According to Wikipedia, the idea was to do a Western version of Akira Kurosawa's 1961 samurai movie, Yojimbo. In that film, a ronin comes to a small town fallen under the control of two warring gangs in order to destroy them both. If you haven't seen it, do so at once.

Leone followed the same basic outline, but Eastwood's character, the Man With No Name, is less the hero than Toshiro Mifune's warrior. Eastwood wanders into the San Miguel and learning of the warring gangs, decides to play them off against each other to make money.

Not the most expressive actor, Eastwood is excellent as the cheroot-smoking, poncho-wearing gringo wandering the direst parts of Mexico. This is the movie that elevated Eastwood from tv star and overseas movie actor to global icon. As much, if not more than John Wayne, the Man With No Name is the universal image of the Western gunslinger.

Barely speaking above a mumble, Eastwood imbues every one of his lines with a grim, sardonic humor. He's clever and ruthless. He stalks across the screen like some lithe beast, tricking first one side then the other before pouncing and leaving bodies scattered at his feet.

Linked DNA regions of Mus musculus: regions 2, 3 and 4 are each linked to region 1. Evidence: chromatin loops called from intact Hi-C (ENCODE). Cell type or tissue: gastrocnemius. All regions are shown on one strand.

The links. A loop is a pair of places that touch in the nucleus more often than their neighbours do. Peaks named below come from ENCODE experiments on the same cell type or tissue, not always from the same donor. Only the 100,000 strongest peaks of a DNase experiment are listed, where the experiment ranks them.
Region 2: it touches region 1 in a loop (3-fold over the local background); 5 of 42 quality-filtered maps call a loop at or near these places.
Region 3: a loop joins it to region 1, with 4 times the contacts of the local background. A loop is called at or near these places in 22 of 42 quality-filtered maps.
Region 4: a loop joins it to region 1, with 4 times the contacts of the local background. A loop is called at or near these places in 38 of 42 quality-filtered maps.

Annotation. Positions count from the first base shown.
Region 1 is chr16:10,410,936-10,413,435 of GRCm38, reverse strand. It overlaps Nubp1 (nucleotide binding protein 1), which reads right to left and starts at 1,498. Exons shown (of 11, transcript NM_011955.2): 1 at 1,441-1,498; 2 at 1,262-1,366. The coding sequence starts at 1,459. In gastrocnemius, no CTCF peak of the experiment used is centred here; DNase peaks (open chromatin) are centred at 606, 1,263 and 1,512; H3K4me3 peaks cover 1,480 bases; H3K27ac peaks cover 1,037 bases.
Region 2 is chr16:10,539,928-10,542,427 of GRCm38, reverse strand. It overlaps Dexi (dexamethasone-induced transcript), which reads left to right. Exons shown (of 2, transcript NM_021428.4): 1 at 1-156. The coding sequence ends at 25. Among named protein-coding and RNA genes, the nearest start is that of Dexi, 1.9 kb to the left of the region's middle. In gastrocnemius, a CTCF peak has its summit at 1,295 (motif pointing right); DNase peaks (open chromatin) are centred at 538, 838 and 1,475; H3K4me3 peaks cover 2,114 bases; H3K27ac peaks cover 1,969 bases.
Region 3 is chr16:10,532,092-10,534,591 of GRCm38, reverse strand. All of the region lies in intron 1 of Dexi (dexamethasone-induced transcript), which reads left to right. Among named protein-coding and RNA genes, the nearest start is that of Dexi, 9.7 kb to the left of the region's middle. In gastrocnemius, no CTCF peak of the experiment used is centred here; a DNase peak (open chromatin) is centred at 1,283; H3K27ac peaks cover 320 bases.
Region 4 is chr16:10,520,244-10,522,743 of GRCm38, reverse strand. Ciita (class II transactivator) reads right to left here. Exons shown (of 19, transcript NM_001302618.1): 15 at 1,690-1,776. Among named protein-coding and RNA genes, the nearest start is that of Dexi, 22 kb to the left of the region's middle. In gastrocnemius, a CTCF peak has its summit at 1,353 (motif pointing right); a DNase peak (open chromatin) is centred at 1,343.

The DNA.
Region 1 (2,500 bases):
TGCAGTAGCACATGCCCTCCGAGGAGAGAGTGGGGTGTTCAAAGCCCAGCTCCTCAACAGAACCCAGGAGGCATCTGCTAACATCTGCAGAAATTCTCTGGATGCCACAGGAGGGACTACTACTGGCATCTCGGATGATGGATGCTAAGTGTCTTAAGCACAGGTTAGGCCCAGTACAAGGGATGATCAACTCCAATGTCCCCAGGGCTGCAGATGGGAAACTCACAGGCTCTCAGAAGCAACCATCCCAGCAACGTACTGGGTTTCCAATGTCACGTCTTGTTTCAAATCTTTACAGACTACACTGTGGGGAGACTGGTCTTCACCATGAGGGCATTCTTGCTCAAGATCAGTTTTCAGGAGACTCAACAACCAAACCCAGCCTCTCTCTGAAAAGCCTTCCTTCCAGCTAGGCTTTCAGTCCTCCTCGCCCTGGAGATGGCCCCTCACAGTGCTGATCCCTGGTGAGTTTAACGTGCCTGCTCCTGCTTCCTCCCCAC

All four other movies I've discussed portray the West through a realistic lens. Leone wants nothing to do with that. For him the Western exists completely in the land of myth and legend. Colors, sounds, even the acting - mostly by Italian actors dubbed poorly into English - feels like it's seeped in from some dream world. Even the most elaborate and perfect shots in The Searchers are more "real" than any in A Fistful of Dollars. I remember (perhaps wrongly) Quentin Tarantino saying this was one of the first movies he saw where it was clear everything in it was the result of careful, deliberate choices made by Leone. 

Did I mention the music? I should have, because, next to those of The Big Country or The Magnificent Seven, this movie's is one of the most instantly recognizable Western scores. It's eerie, ridiculously over-the-top, and exactly right for the movie. If you don't think you know it, go to YouTube and check it out. I'll be shocked if you really don't know it.